June 23, 2018
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Veazie sewer trustees set rate hearing in bid to solve budget crunch

By Dawn Gagnon, BDN Staff

VEAZIE, Maine — With its reserves spent and operating costs mounting, Veazie Sewer District board of trustees Monday night set the date for a public hearing to discuss a proposed rate hike they say is needed to cover expenses and meet other needs, including debt repayment.

The hearing will be conducted during a board meeting at 6:30 p.m. on Feb. 26. The location has yet to be determined.

During Monday’s meeting, which was more subdued and more lightly attended than most in recent months, Chairman Rob Tomilson and Trustee James Parker said ratepayers will receive letters providing details about the hearing and rate increase in the next few weeks.

Although the district’s auditor, Nick Henry of Horton, McFarland & Veysey, has provided trustees some projections, they have have yet to calculate exactly how much of a rate increase is needed because they are still looking at a number of variables.

Those include:

• How much longer the district will need the services of Woodard & Curran, the consultant hired to run the plant after former operator Gary Brooks and two other employees resigned last year. The district is paying the firm $14,000 a month.

• How many employees the district will have in the future, and how much they will be paid.

• How much money the trustees decide is needed to replenish the district’s reserve accounts, which were depleted over the last several years to cover operating costs.

The sewer district board has been working on restructuring since last summer, when former operator Gary Brooks, who had worked for the district for 23 years, abruptly resigned at the end of an August board meeting during which the district’s auditor reported that the utility was running out of money.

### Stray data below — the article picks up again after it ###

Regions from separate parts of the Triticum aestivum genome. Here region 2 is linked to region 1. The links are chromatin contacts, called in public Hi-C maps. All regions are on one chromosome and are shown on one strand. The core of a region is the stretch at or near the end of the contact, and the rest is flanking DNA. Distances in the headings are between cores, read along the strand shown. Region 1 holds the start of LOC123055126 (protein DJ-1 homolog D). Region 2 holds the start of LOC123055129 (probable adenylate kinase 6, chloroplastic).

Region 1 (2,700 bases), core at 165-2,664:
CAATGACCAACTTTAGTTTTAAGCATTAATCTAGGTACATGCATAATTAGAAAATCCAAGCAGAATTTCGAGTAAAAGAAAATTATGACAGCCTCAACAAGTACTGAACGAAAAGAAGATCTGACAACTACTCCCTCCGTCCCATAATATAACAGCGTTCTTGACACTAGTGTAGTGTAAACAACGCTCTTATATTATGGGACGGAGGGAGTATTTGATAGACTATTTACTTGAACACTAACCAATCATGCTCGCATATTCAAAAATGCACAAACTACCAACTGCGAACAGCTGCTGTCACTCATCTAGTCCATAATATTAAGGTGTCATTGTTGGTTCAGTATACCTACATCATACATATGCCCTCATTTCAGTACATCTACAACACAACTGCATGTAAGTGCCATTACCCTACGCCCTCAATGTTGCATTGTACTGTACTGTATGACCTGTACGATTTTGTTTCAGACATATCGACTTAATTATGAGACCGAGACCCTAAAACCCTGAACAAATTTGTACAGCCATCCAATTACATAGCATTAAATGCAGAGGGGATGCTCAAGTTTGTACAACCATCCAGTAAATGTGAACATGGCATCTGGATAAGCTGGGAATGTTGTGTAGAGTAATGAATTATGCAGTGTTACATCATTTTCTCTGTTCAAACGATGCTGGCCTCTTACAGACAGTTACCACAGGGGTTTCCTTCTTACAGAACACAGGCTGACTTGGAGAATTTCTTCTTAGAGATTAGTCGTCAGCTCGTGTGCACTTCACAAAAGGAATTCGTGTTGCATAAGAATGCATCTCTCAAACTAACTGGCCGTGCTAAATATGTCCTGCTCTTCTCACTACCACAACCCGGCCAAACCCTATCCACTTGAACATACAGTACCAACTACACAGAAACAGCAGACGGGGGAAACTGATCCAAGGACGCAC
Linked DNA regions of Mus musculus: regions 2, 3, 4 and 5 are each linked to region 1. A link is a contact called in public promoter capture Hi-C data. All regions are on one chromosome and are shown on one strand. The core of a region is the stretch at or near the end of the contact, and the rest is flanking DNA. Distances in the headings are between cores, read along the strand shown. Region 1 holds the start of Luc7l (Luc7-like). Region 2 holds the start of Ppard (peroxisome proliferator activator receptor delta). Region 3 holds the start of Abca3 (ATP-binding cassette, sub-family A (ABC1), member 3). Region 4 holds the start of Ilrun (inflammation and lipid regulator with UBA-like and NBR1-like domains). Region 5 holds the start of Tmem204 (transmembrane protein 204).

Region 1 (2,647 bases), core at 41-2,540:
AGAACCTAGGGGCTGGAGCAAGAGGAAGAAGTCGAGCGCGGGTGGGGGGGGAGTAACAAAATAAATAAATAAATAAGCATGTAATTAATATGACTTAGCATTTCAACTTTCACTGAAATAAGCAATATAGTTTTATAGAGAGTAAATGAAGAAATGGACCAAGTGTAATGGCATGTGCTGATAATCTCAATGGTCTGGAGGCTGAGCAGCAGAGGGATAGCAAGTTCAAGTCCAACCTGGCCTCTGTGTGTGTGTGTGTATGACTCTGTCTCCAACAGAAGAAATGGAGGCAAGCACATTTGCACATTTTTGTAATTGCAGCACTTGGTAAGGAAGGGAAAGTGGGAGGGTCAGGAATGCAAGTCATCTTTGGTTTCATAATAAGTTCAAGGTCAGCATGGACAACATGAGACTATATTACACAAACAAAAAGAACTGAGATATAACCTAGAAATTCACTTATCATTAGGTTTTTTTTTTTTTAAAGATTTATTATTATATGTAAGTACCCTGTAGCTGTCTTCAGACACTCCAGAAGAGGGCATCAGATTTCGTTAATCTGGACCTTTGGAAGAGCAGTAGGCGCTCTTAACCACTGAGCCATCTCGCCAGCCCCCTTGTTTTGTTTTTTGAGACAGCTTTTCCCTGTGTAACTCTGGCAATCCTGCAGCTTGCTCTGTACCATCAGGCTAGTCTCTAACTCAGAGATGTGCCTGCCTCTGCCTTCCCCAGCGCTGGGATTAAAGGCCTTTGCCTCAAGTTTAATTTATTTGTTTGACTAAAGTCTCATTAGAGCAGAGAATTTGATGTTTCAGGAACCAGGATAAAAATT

During that meeting, the auditor pegged annual operating costs at about $525,000 and revenues at roughly $475,000, resulting in a $50,000 gap. Trustees also learned that most of the money that had been set aside for long-term needs, such as equipment replacement, had been used for operating costs.

Next to resign were plant operator Travis Day and Tammy Olson, the office manager. Brooks and Day were full-time employees, while Olson worked 20 hours a week. The wave of resignations that left the utility with a single full-time employee.

The most recent resignation came during an emergency meeting on Nov. 8 during which trustee Gary Brown resigned.

Since then, day-to-day operations have been handled by the remaining employee and Harvey King, a licensed operator provided by Woodard & Curran.

Under the current rate structure, users pay a $25 base fee and a usage fee of $4.16 for every 100 cubic feet of water they use each billing quarter. Under the proposed amended rate structure, sewer users would pay a similar — but higher — usage fee but instead of a base fee, they would pay a debt service fee and a reserve fee.

Although rates likely will be higher over the next few years, there is a potential that they will decrease in subsequent years, Parker said.

Tomilson and Parker previously said that the Veazie plant had been operating with the equivalent of 3½ full-time employees for the past several years. At Monday’s meeting, Parker said he believed the sewer operation could be run with fewer people.

A staffing and salary study done by Woodard and Curran bore that out. The report concluded that the plant could be operated by as few as two full-time employees or one full-time and two part-time workers — fewer if the district shared clerical services with the town office.

In addition, the board is exploring a suggestion made by King to see if the plant can be reclassified from a Grade III facility to a Grade II facility.

If the state approves the move, daily operations would remain the same, Parker said. What would change is that the plant could be run by an operator with less certification and experience.

That, Parker said, means that the remaining employee could operate the plant without additional training.

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